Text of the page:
Prefabrication and Modular Construction Are Gaining Popularity

Prefabrication

Prefabrication and modular construction methods have been used for a number of years now. However, a new report from Dodge Data & Analytics, with support from Bradley Corporation, the Modular Building Institute, Pinnacle Infotech, MCAA and Skender, finds the trend is expected to grow even more rapidly as more architects, designers, engineers, building owners, contractors and subcontractors see the benefits. 

The report, “The Prefabrication and Modular Construction 2020 SmartMarket Report,” shows architects, engineers and contractors have been using these methods to significantly increase their engagement with them, especially for healthcare facilities, hotels and motels, multifamily projects and college buildings and dormitories. 

“Critical trends in the construction industry, such as shorter project schedules and workforce shortages, are several drivers of wider use of these methods, and technology--like building modeling--is enabling increased use,” said Dodge Data in announcing the report.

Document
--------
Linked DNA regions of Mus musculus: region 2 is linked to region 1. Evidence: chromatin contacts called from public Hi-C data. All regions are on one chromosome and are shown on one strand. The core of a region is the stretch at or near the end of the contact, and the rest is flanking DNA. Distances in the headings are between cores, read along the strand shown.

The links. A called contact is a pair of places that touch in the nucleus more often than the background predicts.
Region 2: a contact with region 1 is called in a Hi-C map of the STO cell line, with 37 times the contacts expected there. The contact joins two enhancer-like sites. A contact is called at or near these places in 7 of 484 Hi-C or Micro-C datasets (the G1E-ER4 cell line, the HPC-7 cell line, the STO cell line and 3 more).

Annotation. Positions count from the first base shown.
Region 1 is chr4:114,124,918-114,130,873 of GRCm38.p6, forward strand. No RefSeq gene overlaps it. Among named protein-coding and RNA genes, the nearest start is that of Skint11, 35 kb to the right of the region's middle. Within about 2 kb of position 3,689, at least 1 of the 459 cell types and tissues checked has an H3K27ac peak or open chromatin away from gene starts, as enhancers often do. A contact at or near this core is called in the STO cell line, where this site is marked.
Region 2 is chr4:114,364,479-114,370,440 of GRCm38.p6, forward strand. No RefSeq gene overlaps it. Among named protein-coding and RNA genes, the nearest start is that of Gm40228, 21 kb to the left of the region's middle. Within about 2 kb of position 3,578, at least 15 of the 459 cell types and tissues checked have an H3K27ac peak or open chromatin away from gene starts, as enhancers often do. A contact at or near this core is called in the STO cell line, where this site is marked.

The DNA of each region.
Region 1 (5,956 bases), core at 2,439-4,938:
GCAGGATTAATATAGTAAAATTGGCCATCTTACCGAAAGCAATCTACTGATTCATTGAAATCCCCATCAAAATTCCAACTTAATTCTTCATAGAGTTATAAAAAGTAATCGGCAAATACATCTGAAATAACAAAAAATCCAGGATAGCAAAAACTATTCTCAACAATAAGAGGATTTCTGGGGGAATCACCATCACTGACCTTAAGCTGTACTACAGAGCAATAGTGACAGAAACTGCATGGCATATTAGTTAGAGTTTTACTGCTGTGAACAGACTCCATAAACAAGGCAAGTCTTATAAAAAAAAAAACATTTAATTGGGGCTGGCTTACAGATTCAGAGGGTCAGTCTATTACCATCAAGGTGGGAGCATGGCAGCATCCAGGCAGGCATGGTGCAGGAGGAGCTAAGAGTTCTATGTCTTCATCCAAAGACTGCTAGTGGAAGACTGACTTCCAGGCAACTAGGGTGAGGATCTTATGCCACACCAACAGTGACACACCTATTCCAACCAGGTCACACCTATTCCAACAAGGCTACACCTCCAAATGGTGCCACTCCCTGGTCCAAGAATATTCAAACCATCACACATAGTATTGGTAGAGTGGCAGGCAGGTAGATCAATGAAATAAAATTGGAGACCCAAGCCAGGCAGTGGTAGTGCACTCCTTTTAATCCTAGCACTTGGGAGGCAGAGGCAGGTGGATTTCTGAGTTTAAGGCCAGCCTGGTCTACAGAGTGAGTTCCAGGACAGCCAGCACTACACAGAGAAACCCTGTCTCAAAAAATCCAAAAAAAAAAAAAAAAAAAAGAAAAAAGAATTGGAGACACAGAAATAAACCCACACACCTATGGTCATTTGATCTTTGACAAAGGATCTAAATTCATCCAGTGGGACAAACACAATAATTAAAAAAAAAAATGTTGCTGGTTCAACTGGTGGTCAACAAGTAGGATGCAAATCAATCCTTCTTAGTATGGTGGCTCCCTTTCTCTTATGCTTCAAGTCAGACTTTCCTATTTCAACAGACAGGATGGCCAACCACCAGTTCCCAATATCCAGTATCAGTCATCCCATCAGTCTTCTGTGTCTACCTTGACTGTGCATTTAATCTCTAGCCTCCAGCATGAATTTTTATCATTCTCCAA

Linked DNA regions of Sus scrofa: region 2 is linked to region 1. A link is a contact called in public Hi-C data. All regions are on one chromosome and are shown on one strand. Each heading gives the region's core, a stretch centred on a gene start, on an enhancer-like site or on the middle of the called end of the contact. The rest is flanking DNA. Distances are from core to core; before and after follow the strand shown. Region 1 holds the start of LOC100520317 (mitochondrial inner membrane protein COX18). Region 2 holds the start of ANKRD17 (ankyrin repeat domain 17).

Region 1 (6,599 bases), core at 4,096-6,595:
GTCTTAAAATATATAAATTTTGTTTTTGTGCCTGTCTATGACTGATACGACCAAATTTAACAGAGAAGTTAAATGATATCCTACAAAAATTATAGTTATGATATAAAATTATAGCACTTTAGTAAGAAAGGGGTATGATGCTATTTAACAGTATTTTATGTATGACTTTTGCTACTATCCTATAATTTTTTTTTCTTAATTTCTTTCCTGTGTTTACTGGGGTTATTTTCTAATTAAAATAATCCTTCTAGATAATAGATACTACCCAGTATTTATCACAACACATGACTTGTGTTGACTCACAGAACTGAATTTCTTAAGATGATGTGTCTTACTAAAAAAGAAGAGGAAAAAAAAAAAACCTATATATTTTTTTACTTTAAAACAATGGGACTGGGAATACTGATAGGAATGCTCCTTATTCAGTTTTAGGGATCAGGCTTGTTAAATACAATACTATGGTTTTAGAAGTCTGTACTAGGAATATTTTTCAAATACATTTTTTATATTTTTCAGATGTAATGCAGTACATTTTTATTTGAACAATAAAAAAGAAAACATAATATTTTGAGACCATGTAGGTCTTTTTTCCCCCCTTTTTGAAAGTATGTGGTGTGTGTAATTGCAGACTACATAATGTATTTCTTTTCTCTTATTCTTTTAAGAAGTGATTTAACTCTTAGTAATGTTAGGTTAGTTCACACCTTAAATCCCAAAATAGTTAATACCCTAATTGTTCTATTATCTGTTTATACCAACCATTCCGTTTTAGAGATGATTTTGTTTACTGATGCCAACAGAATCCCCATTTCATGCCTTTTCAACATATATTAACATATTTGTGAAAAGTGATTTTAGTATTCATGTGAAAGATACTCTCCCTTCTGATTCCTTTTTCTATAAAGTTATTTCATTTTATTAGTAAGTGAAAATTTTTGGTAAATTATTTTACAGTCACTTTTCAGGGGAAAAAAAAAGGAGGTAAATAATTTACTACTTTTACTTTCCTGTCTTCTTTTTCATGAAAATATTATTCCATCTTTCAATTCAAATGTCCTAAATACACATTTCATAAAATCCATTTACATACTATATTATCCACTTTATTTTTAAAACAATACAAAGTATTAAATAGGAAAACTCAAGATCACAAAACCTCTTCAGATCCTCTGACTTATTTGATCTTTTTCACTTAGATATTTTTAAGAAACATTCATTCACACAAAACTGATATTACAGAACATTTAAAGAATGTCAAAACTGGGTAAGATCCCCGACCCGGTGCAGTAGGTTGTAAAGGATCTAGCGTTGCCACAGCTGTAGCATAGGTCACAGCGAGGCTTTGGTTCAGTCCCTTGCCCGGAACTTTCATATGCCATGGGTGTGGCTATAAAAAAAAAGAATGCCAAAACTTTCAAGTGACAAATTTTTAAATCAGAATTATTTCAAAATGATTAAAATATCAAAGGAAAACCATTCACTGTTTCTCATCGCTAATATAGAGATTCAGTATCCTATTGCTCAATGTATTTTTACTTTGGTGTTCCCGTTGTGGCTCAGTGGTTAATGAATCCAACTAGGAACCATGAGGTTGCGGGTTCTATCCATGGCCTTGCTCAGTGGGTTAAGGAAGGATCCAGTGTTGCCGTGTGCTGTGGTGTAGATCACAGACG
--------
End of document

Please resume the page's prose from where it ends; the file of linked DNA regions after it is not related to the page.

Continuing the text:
Additional findings from the report include:

  • Prefabricating single-trade assemblies is popular, with 62% of respondents using prefabricated single-trade assemblies in the last three years.
  • Forty-eight percent of those completing modular work are using panelized modular components (such as wall or floor panels).
  • In the next three years, those leveraging prefabrications on 10% or more of their projects is expected to increase 15%.
  • The most interesting growth is expected in practices that are currently less-widely in use now, such as prefabricated multi-trade assemblies that involve the work of several trades combined together (such as a corridor rack in a hospital), which will be used by 58% of those doing prefabrication in general and up from just 33% using this approach today.
  • Growth is also expected in the “full volumetric approach” to modular construction, in which entire parts of buildings (such as bathrooms or hotel and hospital rooms), are delivered preconstructed on-site and assembled together. Sixty-one percent expect to employ this method in the future on at least 10% of their projects, which is up from just 44% currently using the process.

What are the reasons for the growth in prefabrication and modular construction? According to the report, about 90% of respondents report that they achieve improved productivity, improved quality and increased schedule certainty compared to traditional methods. And 80% report seeing improved cost predictability, reduced waste and increased client satisfaction.

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